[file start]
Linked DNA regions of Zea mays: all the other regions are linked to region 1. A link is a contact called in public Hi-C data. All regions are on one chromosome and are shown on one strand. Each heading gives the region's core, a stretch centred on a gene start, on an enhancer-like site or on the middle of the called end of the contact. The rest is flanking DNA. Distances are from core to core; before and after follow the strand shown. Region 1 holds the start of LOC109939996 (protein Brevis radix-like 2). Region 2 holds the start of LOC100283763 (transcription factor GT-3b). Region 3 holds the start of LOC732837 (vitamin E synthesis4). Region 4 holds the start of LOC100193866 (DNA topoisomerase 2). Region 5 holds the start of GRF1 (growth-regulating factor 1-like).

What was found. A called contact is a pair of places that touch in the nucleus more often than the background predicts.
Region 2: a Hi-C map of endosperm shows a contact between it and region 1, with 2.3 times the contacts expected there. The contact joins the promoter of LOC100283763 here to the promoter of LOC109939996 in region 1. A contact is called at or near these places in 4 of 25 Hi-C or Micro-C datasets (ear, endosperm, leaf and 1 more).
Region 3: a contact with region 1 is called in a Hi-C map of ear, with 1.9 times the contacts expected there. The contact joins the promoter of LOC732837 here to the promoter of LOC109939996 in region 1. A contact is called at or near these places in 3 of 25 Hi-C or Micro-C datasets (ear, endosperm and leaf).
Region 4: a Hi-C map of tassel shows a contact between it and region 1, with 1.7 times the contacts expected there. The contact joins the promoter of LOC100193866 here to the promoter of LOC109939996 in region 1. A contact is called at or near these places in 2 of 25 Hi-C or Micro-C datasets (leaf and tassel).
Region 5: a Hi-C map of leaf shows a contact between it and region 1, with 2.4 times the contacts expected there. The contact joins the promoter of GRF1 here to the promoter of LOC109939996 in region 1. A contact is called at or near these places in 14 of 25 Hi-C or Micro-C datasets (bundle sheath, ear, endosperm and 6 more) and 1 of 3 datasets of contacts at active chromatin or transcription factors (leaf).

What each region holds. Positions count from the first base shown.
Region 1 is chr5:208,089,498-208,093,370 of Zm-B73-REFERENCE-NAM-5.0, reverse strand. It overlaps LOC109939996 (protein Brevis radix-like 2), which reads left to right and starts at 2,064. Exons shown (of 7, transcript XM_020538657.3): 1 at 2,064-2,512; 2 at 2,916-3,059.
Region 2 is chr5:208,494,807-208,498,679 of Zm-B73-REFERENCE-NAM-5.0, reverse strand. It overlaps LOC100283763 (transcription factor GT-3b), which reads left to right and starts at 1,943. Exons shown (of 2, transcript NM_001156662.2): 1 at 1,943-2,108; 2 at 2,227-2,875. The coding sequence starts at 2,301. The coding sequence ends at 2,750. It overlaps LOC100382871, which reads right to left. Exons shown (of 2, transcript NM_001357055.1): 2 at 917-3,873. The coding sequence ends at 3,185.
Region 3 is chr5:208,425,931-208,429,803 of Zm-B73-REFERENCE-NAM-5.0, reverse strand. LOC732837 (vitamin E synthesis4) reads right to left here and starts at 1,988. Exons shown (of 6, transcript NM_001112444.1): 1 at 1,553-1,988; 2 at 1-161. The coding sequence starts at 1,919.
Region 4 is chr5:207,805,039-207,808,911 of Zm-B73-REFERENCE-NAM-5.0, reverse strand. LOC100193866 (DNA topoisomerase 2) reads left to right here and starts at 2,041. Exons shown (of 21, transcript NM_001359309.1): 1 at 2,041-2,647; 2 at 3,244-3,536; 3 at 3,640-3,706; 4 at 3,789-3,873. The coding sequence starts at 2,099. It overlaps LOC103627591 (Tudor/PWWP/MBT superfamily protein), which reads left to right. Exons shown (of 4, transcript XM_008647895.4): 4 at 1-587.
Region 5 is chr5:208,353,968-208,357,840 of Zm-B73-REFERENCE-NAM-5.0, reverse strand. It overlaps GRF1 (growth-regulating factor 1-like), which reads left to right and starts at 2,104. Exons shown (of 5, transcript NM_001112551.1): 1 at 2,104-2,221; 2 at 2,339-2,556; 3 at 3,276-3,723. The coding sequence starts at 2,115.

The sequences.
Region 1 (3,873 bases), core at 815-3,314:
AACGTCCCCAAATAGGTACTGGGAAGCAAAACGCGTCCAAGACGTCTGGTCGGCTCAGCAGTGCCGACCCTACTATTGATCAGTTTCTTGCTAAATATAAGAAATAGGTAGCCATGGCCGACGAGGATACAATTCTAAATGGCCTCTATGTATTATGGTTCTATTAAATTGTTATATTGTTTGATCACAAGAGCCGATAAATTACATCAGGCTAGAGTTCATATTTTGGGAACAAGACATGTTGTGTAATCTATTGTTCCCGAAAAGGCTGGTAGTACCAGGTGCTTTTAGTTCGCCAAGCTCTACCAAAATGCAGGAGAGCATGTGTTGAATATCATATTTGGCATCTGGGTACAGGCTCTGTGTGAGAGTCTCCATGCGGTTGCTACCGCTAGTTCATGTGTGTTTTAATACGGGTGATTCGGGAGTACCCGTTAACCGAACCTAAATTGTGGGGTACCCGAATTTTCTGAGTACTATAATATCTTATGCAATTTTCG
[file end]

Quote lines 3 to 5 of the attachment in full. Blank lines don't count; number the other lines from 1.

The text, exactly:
Region 2: a Hi-C map of endosperm shows a contact between it and region 1, with 2.3 times the contacts expected there. The contact joins the promoter of LOC100283763 here to the promoter of LOC109939996 in region 1. A contact is called at or near these places in 4 of 25 Hi-C or Micro-C datasets (ear, endosperm, leaf and 1 more).
Region 3: a contact with region 1 is called in a Hi-C map of ear, with 1.9 times the contacts expected there. The contact joins the promoter of LOC732837 here to the promoter of LOC109939996 in region 1. A contact is called at or near these places in 3 of 25 Hi-C or Micro-C datasets (ear, endosperm and leaf).
Region 4: a Hi-C map of tassel shows a contact between it and region 1, with 1.7 times the contacts expected there. The contact joins the promoter of LOC100193866 here to the promoter of LOC109939996 in region 1. A contact is called at or near these places in 2 of 25 Hi-C or Micro-C datasets (leaf and tassel).